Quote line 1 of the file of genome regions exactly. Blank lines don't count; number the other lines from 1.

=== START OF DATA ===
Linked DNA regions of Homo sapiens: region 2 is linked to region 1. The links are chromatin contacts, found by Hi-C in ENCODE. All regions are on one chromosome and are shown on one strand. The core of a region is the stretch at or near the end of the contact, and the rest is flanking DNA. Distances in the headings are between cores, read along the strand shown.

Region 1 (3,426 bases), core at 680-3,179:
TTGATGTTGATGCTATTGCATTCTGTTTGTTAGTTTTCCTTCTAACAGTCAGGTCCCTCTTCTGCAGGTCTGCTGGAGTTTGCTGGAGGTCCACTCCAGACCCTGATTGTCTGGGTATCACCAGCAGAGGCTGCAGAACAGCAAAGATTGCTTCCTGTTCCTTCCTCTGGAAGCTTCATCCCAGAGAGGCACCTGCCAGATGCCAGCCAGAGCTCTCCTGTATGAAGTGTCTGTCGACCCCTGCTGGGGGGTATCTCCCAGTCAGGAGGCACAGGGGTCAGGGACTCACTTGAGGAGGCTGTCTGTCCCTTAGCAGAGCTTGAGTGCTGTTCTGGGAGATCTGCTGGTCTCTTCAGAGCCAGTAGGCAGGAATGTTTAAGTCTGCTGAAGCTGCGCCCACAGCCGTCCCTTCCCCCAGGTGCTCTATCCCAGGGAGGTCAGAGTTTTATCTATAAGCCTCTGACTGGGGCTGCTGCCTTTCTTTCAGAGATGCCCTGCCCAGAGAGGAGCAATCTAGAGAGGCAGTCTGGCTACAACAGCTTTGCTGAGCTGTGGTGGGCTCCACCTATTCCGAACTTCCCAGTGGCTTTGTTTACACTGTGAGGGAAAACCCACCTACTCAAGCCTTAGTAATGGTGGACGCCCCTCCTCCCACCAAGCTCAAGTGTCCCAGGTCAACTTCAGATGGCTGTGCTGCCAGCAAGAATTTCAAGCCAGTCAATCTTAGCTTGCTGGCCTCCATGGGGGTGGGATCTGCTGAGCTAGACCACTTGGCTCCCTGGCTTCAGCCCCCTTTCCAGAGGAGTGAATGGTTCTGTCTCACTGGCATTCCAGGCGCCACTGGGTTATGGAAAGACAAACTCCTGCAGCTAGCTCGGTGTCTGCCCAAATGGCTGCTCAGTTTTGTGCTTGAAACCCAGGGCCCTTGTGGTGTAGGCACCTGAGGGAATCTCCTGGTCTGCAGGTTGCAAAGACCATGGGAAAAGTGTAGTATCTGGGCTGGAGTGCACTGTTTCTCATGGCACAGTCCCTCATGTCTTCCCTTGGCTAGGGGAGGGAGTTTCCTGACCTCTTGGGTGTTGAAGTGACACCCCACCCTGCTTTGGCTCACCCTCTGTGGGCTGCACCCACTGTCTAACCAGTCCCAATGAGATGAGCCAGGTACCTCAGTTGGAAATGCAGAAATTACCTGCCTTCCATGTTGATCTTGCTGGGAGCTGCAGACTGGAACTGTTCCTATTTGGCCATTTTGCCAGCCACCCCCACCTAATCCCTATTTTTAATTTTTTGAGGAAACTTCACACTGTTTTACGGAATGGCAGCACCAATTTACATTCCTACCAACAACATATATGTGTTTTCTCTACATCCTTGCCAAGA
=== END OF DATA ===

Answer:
Linked DNA regions of Homo sapiens: region 2 is linked to region 1. The links are chromatin contacts, found by Hi-C in ENCODE. All regions are on one chromosome and are shown on one strand. The core of a region is the stretch at or near the end of the contact, and the rest is flanking DNA. Distances in the headings are between cores, read along the strand shown.